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Institute for Human-Animal Connection

Institute for Human-Animal Connection


Exploring the Human-Animal Connection

IHAC initiates and seeks research opportunities that impact the overall well-being of humans, animals and the environment.

The faculty, Research Associates, and graduate Research Assistants with the Institute for Human-Animal Connection (IHAC) are dedicated to advancing empirically-based information on the human-animal connection through research.

The overarching conceptual framework for Institute for Human-Animal Connection's (IHAC) research agenda is Humane Communities. Achieving positive and sustained change surrounding many of today's most pressing social issues calls for an increasingly complex understanding of social-ecological systems and the mechanisms that inform the resilience of a community. While concepts such as biophilia and the human-animal bond have laid the groundwork for this research agenda, IHAC is working to advance our understanding of complex social issues through the Humane Community framework. A Humane Community is defined by the presence of leadership, institutions, programs, and/or policies that work collaboratively across systems to create and implement sustainable human, animal, and environmental welfare.

Key components of a Humane Community include:

  • a multi-system approach to addressing social problems
  • education and programming that promote and provide access to humane activities to individuals in their everyday lives
  • a cultural shift that recognizes the ways in which humane policies serve as a foundation upon which other public health and safety concerns can be addressed more holistically

Humane Communities will adapt and expand upon the community's existing programs to address issues of basic needs (e.g., nutrition, housing, medical care, financial security) while also supporting the advancement of higher order needs (e.g., compassion, connection, self-determination, cultural competence, social capital). The Institute's research agenda aims to identify the various components of Humane Communities across human, animal, and environmental health domains in order measure and monitor both the short- and long-term impacts using rigorous research methods. In order to measure these impacts, the research agenda is comprised of three areas: therapeutic human-animal interactions, animals in communities and conservation social work. 

ongoing research affiliations

Therapeutic Human-Animal Interactions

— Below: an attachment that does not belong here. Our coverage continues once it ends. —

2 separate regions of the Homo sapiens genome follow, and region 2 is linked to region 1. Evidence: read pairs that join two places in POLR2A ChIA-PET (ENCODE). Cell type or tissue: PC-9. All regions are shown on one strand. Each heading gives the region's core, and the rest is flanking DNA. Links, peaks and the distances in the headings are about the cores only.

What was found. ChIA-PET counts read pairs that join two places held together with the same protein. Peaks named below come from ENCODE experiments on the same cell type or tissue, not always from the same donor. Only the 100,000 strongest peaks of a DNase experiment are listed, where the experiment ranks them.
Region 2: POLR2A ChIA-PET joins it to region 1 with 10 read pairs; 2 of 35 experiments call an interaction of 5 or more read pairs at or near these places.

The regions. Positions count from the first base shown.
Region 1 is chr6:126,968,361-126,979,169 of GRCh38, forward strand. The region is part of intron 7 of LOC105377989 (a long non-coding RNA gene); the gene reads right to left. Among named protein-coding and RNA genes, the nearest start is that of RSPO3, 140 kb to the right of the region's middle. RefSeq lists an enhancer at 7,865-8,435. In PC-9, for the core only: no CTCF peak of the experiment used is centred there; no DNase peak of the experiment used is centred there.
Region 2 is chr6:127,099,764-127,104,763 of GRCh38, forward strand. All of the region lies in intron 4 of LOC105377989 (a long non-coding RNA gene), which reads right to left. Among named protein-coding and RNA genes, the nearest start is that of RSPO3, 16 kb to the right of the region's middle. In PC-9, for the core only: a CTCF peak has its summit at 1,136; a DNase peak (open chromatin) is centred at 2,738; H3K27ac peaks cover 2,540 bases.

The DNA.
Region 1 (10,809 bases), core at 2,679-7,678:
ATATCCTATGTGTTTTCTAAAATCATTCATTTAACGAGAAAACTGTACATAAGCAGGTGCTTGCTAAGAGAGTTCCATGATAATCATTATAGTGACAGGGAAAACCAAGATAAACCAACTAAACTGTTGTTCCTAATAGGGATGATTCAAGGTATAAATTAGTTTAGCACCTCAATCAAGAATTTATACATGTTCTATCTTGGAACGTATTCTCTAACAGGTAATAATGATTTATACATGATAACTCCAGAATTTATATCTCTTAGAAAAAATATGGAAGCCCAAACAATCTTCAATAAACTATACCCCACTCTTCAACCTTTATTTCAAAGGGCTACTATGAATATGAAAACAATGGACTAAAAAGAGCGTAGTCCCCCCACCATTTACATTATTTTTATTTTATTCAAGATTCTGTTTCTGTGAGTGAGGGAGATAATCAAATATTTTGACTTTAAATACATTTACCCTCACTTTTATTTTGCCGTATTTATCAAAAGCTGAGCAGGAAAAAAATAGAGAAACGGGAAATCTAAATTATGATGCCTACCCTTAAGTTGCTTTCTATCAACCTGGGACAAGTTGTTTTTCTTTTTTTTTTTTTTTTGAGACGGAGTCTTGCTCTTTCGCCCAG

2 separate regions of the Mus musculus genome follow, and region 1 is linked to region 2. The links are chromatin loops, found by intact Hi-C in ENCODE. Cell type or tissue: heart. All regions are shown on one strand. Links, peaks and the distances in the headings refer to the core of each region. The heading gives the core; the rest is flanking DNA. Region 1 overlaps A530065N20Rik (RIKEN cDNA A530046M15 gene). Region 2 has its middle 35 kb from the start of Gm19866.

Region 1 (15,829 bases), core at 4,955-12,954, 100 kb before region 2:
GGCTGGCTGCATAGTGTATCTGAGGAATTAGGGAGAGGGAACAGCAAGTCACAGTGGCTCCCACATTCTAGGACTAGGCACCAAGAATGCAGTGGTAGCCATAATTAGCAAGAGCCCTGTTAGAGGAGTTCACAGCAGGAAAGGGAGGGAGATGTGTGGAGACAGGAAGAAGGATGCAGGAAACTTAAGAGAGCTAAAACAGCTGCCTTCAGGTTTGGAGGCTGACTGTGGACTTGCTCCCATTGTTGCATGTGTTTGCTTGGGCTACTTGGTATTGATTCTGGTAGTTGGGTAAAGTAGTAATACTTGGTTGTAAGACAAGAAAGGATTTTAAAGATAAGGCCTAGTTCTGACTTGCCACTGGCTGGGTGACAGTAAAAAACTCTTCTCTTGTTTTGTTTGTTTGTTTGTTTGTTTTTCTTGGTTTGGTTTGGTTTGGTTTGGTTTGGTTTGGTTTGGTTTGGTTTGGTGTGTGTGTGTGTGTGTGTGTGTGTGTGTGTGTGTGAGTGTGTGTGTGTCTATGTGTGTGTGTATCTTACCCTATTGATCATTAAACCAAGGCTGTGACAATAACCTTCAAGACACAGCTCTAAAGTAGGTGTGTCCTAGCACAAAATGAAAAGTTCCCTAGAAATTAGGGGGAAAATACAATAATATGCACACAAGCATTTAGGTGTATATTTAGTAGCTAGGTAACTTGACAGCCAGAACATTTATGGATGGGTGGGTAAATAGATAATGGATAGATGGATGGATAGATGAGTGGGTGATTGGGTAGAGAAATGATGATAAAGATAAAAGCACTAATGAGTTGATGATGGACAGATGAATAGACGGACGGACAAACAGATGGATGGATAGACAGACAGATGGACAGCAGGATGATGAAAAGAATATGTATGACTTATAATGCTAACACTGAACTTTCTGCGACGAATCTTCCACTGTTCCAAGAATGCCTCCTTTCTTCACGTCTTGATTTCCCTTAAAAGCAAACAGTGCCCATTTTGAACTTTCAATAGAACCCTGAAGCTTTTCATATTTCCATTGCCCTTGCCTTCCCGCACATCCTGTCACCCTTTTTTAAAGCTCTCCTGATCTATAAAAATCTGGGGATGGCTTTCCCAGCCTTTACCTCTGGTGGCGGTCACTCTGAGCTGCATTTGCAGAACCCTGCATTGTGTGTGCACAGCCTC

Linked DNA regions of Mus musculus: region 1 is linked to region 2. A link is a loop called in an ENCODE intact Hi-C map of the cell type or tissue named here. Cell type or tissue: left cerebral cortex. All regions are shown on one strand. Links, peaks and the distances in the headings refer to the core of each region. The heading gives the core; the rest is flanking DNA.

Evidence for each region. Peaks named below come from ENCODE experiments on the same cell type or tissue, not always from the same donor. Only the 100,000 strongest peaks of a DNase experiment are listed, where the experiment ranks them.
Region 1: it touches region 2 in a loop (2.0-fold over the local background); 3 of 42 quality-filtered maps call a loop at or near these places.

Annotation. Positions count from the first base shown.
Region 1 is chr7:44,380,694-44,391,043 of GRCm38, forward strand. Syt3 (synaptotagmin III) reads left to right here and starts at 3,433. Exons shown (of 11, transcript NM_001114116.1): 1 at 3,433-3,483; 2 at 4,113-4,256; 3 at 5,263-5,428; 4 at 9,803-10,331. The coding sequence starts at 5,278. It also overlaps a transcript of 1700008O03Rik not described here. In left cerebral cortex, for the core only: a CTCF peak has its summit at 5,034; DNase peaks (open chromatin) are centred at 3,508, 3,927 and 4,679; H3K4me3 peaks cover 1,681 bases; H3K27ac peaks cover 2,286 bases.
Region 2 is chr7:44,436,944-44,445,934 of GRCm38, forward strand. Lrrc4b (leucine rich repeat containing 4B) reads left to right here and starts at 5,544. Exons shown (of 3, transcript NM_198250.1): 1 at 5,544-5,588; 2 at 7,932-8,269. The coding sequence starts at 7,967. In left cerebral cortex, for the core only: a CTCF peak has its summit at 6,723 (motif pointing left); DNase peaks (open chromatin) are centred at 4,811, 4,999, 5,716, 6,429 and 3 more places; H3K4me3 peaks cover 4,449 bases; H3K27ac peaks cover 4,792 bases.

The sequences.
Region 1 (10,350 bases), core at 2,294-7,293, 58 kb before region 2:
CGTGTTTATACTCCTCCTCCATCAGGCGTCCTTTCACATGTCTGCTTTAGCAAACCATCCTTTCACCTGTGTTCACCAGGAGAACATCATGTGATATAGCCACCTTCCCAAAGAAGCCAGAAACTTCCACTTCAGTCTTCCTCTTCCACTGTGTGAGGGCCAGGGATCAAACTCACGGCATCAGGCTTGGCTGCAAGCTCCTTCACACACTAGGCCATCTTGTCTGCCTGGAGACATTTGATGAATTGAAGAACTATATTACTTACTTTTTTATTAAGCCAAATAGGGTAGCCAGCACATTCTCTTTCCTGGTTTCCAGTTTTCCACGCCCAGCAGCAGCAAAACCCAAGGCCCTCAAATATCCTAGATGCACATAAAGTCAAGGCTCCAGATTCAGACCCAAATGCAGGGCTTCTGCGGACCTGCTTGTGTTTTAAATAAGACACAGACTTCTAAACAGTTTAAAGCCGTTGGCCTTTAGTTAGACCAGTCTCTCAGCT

• Human-Animal-Environment Interaction and Positive Youth Development: To understand the impacts of animal-, horticultural-, and natural environments-based interventions on youths' self-regulation skills and developmental health in complex treatment and special education environments. This portfolio of studies is being done in partnership with Green Chimneys, a residential treatment and special education facility for youth in Brewster, New York.
  • Animal-Assisted Therapy (AAT) and clinical engagement: To measure the impacts of including animals in therapy on client engagement in clinical environments.
  • Prison-Based Dog Programs: To identify best practices for implementing prison dog training programs and to measure the impacts of these programs on inmates, staff, and the dogs.

Animals in Communities

  • Pets for Life as One Health: To measure the impacts of an intensive animal welfare intervention on public and environmental health within the One Health framework. This study is being done in partnership with the Humane Society of the United States (HSUS) and University of Wisconsin-Madison's Shelter Medicine Program. 
  • Impacts of Animal Welfare Policies: To measure the social, environmental, and economic impacts of animal welfare practices and policies.
  • Best Practices in Animal Sheltering: To identify animal sheltering practices that optimize outcomes for the animals and communities they serve by incorporating social work best practices and concepts.

Conservation Social Work 

  • Humane Education: The Institute for Human-Animal Connection at the University of Denver, in collaboration with the Humane Education Coalition and Zoology Foundation, is conducting a research project to assess the state of humane education in PreK-12 schools across the United States. Currently, 18 states mandate the teaching of humane education in their schools; however, each of these states has different guiding language for what humane education is and how it is taught, and no defined training for teachers. In other states, humane education occurs in some schools and in free-choice learning environments delivered by committed professionals with varying types of training and diverse backgrounds. This study, when completed, intends to provide a baseline snapshot of the state of humane education in the 2018-2019 school year that will serve as reference into the future about the planned improved status of the incorporation of humane education in educational settings to improve the health of and relationships between humans, other animals, and the planet.

Humane Education Research Team

University of Denver IHAC Team:Julia Senecal, Anna Buckman, Sarah Bexell, PhD, Maggie Lantzy, MSW - Program Director, Zoology Foundation, Hanna Lee 


  • A Human Rights Approach to Family Planning in partnership with Having Kids

  • Addressing Wildlife Trade through Education in China. Promoting wildlife conservation through core identities: Possibilities in China. In collaboration with Susan Clayton (Fellow of IHAC), College of Wooster and Xu Ping, Chengdu Research Base of Giant Panda Breeding.